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Ottawa-based satellite operator Telesat says its latest Q2 grew slightly despite suffering industry-wide declines in transponder lease prices of some 10-15 per cent in Latin America and 15-20 per cent over Asia. Telesat’s Q2 revenue of C$232 million ($178.4mn), up 2 per cent from a year ago and up 1 per cent after accounting for the US dollar’s rise in value.
Telesat’s fleet comprises 15 satellites plus Telstar 19V on order, as well as Telstar 18V which is co-owned by APT Satellite of Hong Kong.
CEO Dan Goldberg said its upcoming Telstar 19V Ku and Ka-band craft, not due to launch until 2018, had already achieved a “large” Ku-band contract with a Brazilian client. Telesat has also sold some Ka-band capacity to Hughes Network Systems for use over Brazil.
Goldberg, in a conference call with industry analysts, said Telesat’s had won the contract from an incumbent satellite provider – which he did not name. He said Telesat’s winning bid was at a price that was not dramatically lower than prevailing price conditions in Latin America, although the company was obliged to offer free capacity for a limited period to allow the customer to repoint its satellite dishes to Telstar 19V, to operate from 63 degrees west under a Brazilian license.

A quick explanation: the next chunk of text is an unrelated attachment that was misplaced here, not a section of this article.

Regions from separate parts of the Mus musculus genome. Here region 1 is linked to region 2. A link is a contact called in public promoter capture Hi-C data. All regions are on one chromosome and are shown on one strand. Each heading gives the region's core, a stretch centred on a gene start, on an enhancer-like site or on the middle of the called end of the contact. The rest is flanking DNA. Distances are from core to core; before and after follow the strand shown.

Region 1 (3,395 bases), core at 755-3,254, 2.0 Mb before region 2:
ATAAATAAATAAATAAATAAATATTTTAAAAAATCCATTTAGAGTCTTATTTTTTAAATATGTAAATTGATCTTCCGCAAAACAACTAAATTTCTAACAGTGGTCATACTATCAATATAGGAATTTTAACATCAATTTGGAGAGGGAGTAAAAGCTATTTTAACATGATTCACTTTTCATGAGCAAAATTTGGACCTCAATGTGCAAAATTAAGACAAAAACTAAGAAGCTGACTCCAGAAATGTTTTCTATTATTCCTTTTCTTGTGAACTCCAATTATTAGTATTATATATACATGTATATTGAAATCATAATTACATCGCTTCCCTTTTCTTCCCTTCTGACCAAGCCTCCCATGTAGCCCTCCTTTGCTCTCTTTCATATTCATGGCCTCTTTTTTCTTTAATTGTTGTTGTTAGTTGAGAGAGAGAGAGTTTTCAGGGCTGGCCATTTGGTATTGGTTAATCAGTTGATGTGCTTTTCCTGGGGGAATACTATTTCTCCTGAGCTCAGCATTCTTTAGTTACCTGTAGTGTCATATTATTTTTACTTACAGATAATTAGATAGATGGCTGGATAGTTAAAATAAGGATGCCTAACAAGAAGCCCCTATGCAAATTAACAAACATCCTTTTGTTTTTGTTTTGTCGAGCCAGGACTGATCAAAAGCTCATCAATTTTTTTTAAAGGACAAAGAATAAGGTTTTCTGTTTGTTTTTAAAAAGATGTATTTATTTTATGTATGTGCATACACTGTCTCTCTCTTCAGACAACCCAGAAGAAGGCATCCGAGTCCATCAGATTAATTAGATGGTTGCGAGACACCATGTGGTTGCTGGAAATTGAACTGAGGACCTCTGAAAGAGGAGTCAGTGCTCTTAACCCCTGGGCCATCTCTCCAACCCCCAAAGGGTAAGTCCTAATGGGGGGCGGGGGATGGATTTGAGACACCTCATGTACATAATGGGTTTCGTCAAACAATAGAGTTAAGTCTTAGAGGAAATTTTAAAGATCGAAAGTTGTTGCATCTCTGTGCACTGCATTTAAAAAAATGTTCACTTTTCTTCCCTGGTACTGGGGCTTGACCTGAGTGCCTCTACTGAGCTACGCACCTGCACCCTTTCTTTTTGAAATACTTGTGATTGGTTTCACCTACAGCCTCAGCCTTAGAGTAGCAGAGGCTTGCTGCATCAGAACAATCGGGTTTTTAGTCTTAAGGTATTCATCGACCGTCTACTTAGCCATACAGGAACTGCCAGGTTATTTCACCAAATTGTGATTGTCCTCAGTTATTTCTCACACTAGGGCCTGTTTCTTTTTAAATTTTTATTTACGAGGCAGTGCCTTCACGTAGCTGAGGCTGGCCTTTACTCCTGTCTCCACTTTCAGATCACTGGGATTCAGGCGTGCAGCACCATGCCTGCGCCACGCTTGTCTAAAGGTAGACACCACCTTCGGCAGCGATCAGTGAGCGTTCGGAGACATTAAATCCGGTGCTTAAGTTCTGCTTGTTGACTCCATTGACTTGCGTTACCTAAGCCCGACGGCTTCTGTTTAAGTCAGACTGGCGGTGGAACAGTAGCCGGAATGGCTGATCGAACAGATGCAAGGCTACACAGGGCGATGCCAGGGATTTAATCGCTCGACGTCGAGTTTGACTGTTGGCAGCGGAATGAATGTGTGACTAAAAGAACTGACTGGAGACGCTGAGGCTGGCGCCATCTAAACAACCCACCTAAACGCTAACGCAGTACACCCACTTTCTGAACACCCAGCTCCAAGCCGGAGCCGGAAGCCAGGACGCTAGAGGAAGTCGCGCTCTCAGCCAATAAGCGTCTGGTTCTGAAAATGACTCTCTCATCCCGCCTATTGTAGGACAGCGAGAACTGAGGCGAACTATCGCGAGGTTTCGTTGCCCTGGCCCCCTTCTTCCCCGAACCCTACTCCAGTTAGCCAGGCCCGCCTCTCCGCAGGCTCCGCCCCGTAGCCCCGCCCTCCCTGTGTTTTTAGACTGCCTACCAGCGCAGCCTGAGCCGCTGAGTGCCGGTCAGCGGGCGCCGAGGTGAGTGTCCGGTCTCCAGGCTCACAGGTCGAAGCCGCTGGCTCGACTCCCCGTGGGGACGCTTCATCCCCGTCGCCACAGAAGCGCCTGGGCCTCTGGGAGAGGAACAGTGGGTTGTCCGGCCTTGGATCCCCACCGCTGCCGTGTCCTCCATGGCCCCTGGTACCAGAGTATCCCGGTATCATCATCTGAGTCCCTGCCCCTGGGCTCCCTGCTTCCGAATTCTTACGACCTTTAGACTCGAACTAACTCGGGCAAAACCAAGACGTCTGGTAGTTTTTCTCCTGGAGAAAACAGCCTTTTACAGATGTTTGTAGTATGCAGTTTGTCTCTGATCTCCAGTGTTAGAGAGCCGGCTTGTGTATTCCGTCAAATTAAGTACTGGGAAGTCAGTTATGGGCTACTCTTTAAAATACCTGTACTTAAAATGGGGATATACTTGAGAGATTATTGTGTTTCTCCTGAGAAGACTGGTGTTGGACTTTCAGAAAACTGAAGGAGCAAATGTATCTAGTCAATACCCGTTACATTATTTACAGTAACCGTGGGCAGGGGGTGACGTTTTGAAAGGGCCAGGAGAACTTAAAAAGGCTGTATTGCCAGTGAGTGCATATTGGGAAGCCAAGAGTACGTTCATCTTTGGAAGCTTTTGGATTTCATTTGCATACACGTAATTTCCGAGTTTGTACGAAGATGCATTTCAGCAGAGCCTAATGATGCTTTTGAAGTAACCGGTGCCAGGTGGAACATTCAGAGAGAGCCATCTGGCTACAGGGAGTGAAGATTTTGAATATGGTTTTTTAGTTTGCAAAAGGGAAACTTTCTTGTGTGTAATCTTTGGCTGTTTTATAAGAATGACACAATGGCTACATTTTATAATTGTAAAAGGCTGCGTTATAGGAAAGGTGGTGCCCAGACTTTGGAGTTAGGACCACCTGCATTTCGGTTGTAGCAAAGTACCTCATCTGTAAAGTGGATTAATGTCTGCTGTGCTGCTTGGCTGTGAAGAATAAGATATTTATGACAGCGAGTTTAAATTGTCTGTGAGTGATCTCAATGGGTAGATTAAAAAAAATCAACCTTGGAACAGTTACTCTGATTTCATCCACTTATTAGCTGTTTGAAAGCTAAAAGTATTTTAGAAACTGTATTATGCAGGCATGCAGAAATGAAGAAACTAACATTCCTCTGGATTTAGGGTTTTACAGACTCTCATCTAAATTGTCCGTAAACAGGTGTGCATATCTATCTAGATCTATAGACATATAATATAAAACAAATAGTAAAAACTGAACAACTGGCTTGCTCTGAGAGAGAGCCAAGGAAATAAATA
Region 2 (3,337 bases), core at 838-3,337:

As to satellite over-capacity in some markets, Goldberg said there was excess capacity, and has been the case for at least a year now,” adding that “Demand is still growing; folks want more bandwidth. But industry is going to have to digest” the over-supply by cutting capital investment to give time for demand to grow into the existing capacity. “Operators are exercising more capex restraint and the excess supply will be mopped up,” Goldberg said. “These conditions have been true for at least 18 months and it will take two, three, or maybe five years to recover.”